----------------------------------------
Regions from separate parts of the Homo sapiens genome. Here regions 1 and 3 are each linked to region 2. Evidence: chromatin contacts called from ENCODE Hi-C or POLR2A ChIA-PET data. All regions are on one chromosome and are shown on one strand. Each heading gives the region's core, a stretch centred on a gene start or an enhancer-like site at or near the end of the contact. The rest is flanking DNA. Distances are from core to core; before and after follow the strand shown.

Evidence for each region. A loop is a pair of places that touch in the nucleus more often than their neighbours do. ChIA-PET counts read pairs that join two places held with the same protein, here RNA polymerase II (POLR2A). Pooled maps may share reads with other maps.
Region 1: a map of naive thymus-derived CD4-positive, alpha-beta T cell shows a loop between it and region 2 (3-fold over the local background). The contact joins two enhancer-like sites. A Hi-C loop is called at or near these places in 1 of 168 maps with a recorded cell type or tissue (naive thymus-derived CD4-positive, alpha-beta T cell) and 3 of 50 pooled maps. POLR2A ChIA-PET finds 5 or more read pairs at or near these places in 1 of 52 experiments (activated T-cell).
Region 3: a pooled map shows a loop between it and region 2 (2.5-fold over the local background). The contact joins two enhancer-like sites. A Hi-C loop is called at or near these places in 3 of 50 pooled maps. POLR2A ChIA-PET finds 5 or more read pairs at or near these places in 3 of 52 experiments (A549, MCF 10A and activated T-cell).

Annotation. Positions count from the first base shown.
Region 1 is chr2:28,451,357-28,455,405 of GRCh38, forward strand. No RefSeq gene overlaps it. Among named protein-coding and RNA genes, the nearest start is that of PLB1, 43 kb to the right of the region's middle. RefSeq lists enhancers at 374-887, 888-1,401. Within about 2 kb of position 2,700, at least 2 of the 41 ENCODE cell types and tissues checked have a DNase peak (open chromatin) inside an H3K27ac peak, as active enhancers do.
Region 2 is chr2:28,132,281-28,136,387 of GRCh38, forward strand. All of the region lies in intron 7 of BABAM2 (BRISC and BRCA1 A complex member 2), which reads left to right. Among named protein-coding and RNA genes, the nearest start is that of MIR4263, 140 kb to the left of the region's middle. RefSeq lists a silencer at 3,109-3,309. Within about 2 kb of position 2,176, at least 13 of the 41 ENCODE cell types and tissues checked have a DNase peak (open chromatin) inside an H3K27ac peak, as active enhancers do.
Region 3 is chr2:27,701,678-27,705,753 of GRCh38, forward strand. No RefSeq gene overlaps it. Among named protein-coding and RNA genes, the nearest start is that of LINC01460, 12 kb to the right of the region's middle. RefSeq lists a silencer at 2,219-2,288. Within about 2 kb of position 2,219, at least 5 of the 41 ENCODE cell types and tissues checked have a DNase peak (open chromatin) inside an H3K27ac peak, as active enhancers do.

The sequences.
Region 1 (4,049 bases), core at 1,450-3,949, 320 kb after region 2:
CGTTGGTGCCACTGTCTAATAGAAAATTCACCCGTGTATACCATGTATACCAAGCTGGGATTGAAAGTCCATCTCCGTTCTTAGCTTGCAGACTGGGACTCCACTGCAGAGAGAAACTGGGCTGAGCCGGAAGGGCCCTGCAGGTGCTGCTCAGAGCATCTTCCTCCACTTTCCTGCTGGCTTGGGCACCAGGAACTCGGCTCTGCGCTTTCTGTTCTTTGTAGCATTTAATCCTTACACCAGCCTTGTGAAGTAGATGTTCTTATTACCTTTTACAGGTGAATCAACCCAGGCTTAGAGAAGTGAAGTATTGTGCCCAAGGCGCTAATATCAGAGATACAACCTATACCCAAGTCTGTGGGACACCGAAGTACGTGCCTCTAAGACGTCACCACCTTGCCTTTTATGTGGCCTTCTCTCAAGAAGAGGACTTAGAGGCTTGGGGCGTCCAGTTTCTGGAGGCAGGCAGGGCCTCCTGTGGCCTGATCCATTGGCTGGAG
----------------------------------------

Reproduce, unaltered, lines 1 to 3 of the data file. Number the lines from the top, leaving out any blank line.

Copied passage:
Regions from separate parts of the Homo sapiens genome. Here regions 1 and 3 are each linked to region 2. Evidence: chromatin contacts called from ENCODE Hi-C or POLR2A ChIA-PET data. All regions are on one chromosome and are shown on one strand. Each heading gives the region's core, a stretch centred on a gene start or an enhancer-like site at or near the end of the contact. The rest is flanking DNA. Distances are from core to core; before and after follow the strand shown.

Evidence for each region. A loop is a pair of places that touch in the nucleus more often than their neighbours do. ChIA-PET counts read pairs that join two places held with the same protein, here RNA polymerase II (POLR2A). Pooled maps may share reads with other maps.
Region 1: a map of naive thymus-derived CD4-positive, alpha-beta T cell shows a loop between it and region 2 (3-fold over the local background). The contact joins two enhancer-like sites. A Hi-C loop is called at or near these places in 1 of 168 maps with a recorded cell type or tissue (naive thymus-derived CD4-positive, alpha-beta T cell) and 3 of 50 pooled maps. POLR2A ChIA-PET finds 5 or more read pairs at or near these places in 1 of 52 experiments (activated T-cell).